Habib Jemli faces the challenge of cobbling together a ruling coalition in economically troubled Tunisia after the moderate Ennahda party, which took most seats in last month’s election, tapped him as prime minister on Friday.
Jemli will have two months to fashion a coalition out of a fractured parliament in which Ennahda, as the largest party, took only a quarter of the seats.
Any new government will need the support of at least one other party to command even the minimum parliamentary majority of 109 seats needed to pass legislation.
On Wednesday, Ennahda’s election foe Heart of Tunisia endorsed Ennahda’s veteran leader Rached Ghannouchi as parliament speaker, a sign the two might put aside their earlier hostility and cooperate on a coalition.
Jemli, 60, an agricultural engineer, served as a junior minister in the first government formed in late 2011 after the ouster of president Zine El-Abidine Ben Ali. Ennahda also led that government.
Analysts say the new government will need clear political will and strong backing in parliament to push through economic reforms started by the outgoing prime minister, Youssef Chahed, who is acting as caretaker during coalition talks.
His cabinet has focused on spending cuts backed by the International Monetary Fund to bring Tunisia’s hefty deficit and public debt under control while raising spending on security to woo back tourists to the North African state.
Economic woes - unemployment of 15% nationally and 30% in some cities, inflation of nearly 7% and a weak dinar - have plagued Tunisia since its 2011 revolution, which spawned democracy and sparked the so-called “Arab Spring”.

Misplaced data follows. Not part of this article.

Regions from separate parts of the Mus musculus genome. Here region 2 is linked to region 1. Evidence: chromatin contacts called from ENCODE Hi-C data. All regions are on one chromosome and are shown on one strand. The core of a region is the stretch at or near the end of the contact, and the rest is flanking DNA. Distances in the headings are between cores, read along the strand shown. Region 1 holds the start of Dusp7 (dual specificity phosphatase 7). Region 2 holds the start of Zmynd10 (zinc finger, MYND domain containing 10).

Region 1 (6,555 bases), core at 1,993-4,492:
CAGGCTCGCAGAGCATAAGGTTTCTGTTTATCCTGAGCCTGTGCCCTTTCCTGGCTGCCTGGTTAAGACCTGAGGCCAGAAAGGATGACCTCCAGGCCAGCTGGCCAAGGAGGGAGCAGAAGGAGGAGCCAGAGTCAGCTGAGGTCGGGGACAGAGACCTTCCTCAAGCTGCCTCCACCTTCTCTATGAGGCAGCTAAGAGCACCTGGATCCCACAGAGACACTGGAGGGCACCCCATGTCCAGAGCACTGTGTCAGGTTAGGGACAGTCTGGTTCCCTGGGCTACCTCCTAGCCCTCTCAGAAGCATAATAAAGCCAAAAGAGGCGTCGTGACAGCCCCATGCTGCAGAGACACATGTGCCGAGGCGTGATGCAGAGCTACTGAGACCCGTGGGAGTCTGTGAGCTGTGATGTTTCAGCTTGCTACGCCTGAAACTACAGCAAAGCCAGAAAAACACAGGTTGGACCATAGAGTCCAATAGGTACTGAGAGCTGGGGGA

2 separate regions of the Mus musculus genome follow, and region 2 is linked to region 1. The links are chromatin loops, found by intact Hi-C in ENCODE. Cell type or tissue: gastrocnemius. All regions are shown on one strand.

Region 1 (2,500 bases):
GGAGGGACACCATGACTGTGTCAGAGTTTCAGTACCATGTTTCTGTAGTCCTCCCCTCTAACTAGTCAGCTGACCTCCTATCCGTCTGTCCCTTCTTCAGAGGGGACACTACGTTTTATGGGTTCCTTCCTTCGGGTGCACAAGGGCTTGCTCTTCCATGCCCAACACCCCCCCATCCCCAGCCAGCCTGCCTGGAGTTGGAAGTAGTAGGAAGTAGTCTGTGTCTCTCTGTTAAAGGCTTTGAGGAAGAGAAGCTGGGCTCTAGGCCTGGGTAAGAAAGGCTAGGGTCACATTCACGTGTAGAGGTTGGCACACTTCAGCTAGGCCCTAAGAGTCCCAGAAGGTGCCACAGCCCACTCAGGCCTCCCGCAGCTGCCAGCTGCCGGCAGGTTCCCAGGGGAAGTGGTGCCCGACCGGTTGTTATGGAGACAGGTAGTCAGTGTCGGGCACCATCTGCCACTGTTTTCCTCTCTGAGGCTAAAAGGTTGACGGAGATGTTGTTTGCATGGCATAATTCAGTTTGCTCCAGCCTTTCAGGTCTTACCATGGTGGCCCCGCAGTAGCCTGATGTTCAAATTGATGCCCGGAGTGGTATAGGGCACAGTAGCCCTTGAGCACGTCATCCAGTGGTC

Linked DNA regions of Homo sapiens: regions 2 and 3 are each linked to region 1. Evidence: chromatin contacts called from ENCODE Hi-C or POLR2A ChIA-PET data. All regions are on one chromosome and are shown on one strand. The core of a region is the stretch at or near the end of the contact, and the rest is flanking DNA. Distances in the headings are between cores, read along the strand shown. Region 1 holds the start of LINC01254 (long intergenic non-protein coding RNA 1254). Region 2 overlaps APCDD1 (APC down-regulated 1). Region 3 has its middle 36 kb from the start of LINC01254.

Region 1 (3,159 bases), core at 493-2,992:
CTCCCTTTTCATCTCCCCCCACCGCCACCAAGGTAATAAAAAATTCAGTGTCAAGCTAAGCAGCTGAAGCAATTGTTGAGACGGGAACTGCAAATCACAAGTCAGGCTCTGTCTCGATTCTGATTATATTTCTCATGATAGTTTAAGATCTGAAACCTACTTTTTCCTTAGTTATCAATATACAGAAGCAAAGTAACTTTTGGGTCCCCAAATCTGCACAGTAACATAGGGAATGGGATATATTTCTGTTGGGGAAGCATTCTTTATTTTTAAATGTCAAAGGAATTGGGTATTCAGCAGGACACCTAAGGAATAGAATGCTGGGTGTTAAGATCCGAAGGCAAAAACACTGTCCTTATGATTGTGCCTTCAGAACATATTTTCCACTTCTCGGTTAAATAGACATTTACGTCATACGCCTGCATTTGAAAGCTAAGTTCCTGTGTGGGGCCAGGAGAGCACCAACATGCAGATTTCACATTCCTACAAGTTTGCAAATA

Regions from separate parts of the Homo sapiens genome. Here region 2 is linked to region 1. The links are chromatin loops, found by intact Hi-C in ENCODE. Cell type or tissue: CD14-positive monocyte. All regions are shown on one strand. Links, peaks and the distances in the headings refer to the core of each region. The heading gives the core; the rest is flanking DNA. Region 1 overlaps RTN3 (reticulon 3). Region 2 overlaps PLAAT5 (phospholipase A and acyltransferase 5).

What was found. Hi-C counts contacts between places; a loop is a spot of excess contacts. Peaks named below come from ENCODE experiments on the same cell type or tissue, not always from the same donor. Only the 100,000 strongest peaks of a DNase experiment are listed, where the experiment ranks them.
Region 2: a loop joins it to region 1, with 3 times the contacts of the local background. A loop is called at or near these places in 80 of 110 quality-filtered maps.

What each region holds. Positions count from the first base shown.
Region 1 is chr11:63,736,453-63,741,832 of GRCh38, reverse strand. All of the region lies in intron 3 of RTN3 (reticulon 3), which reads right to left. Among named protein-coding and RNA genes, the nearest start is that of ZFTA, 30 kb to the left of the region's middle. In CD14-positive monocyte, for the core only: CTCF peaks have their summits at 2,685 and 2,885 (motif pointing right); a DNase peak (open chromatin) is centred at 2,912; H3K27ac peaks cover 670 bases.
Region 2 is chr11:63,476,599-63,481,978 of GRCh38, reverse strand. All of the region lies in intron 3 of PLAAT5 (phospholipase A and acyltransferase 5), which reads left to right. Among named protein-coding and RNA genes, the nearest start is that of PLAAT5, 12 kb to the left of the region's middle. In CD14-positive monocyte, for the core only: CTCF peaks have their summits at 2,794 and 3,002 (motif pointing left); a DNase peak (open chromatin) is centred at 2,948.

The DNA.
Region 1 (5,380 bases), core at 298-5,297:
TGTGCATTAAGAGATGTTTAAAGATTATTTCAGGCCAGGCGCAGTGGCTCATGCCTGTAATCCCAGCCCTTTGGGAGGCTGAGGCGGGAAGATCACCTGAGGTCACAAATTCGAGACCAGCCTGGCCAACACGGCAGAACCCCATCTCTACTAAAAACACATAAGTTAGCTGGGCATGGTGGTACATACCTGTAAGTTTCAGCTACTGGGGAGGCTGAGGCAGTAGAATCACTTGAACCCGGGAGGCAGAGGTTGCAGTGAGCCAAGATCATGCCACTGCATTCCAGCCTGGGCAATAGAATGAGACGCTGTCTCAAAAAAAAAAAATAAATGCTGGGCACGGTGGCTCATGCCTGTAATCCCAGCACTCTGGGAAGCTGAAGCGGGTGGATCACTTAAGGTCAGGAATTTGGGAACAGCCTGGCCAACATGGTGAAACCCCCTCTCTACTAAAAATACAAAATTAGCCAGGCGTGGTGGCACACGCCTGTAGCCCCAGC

Those problems, alongside deteriorating public services and a public perception of widespread government corruption, drove voters to reject the political establishment in this autumn’s elections.
That public anger may make it harder for a new prime minister to continue to cut spending, and he will be buffeted by the same competing demands to control the deficit while improving services.
President Saied, an independent retired law professor, has already pushed anti-corruption proposals since his inauguration, a program that diplomats have said could win enough public support to buy time for new economic reforms.
Heart of Tunisia, which came second in the parliamentary election, is headed by media mogul Nabil Karoui who was detained for much of the election period on corruption charges, which he denies.
Ennahda, whose own candidate lost to Saied and Karoui in the first round of a separate presidential election, had sworn not to enter into coalition with his Heart of Tunisia party, painting it as part of a corrupt elite.